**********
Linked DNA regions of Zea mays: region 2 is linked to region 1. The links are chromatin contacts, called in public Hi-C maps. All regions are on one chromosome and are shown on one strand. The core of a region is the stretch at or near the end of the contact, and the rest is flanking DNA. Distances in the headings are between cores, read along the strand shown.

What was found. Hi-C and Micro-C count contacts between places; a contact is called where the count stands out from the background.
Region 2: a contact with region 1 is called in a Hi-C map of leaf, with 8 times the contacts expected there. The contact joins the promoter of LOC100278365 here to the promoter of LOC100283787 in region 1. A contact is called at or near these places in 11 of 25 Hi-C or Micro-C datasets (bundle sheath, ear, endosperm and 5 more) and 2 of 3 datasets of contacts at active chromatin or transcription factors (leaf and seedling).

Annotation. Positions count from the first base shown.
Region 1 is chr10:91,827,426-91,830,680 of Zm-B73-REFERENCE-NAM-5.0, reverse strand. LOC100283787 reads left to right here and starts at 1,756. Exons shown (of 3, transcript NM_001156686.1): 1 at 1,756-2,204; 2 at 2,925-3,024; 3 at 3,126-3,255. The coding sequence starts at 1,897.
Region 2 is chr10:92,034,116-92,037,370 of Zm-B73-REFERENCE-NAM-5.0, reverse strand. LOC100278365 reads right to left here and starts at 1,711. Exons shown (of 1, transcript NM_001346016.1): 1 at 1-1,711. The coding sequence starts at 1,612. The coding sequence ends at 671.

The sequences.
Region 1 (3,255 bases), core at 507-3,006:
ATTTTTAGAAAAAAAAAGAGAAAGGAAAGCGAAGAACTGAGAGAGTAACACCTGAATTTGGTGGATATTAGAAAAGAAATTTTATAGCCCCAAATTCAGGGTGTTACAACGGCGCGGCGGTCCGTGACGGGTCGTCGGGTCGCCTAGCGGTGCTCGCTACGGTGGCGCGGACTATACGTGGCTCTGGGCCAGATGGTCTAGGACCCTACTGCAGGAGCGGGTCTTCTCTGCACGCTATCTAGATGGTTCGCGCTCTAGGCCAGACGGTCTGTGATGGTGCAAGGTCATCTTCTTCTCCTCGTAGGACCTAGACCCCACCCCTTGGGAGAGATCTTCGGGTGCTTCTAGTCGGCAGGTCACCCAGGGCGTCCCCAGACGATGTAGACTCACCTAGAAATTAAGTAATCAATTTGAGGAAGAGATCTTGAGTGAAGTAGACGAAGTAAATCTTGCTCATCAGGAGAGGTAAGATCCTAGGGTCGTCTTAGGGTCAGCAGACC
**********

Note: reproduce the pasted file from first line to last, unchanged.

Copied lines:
Linked DNA regions of Zea mays: region 2 is linked to region 1. The links are chromatin contacts, called in public Hi-C maps. All regions are on one chromosome and are shown on one strand. The core of a region is the stretch at or near the end of the contact, and the rest is flanking DNA. Distances in the headings are between cores, read along the strand shown.

What was found. Hi-C and Micro-C count contacts between places; a contact is called where the count stands out from the background.
Region 2: a contact with region 1 is called in a Hi-C map of leaf, with 8 times the contacts expected there. The contact joins the promoter of LOC100278365 here to the promoter of LOC100283787 in region 1. A contact is called at or near these places in 11 of 25 Hi-C or Micro-C datasets (bundle sheath, ear, endosperm and 5 more) and 2 of 3 datasets of contacts at active chromatin or transcription factors (leaf and seedling).

Annotation. Positions count from the first base shown.
Region 1 is chr10:91,827,426-91,830,680 of Zm-B73-REFERENCE-NAM-5.0, reverse strand. LOC100283787 reads left to right here and starts at 1,756. Exons shown (of 3, transcript NM_001156686.1): 1 at 1,756-2,204; 2 at 2,925-3,024; 3 at 3,126-3,255. The coding sequence starts at 1,897.
Region 2 is chr10:92,034,116-92,037,370 of Zm-B73-REFERENCE-NAM-5.0, reverse strand. LOC100278365 reads right to left here and starts at 1,711. Exons shown (of 1, transcript NM_001346016.1): 1 at 1-1,711. The coding sequence starts at 1,612. The coding sequence ends at 671.

The sequences.
Region 1 (3,255 bases), core at 507-3,006:
ATTTTTAGAAAAAAAAAGAGAAAGGAAAGCGAAGAACTGAGAGAGTAACACCTGAATTTGGTGGATATTAGAAAAGAAATTTTATAGCCCCAAATTCAGGGTGTTACAACGGCGCGGCGGTCCGTGACGGGTCGTCGGGTCGCCTAGCGGTGCTCGCTACGGTGGCGCGGACTATACGTGGCTCTGGGCCAGATGGTCTAGGACCCTACTGCAGGAGCGGGTCTTCTCTGCACGCTATCTAGATGGTTCGCGCTCTAGGCCAGACGGTCTGTGATGGTGCAAGGTCATCTTCTTCTCCTCGTAGGACCTAGACCCCACCCCTTGGGAGAGATCTTCGGGTGCTTCTAGTCGGCAGGTCACCCAGGGCGTCCCCAGACGATGTAGACTCACCTAGAAATTAAGTAATCAATTTGAGGAAGAGATCTTGAGTGAAGTAGACGAAGTAAATCTTGCTCATCAGGAGAGGTAAGATCCTAGGGTCGTCTTAGGGTCAGCAGACC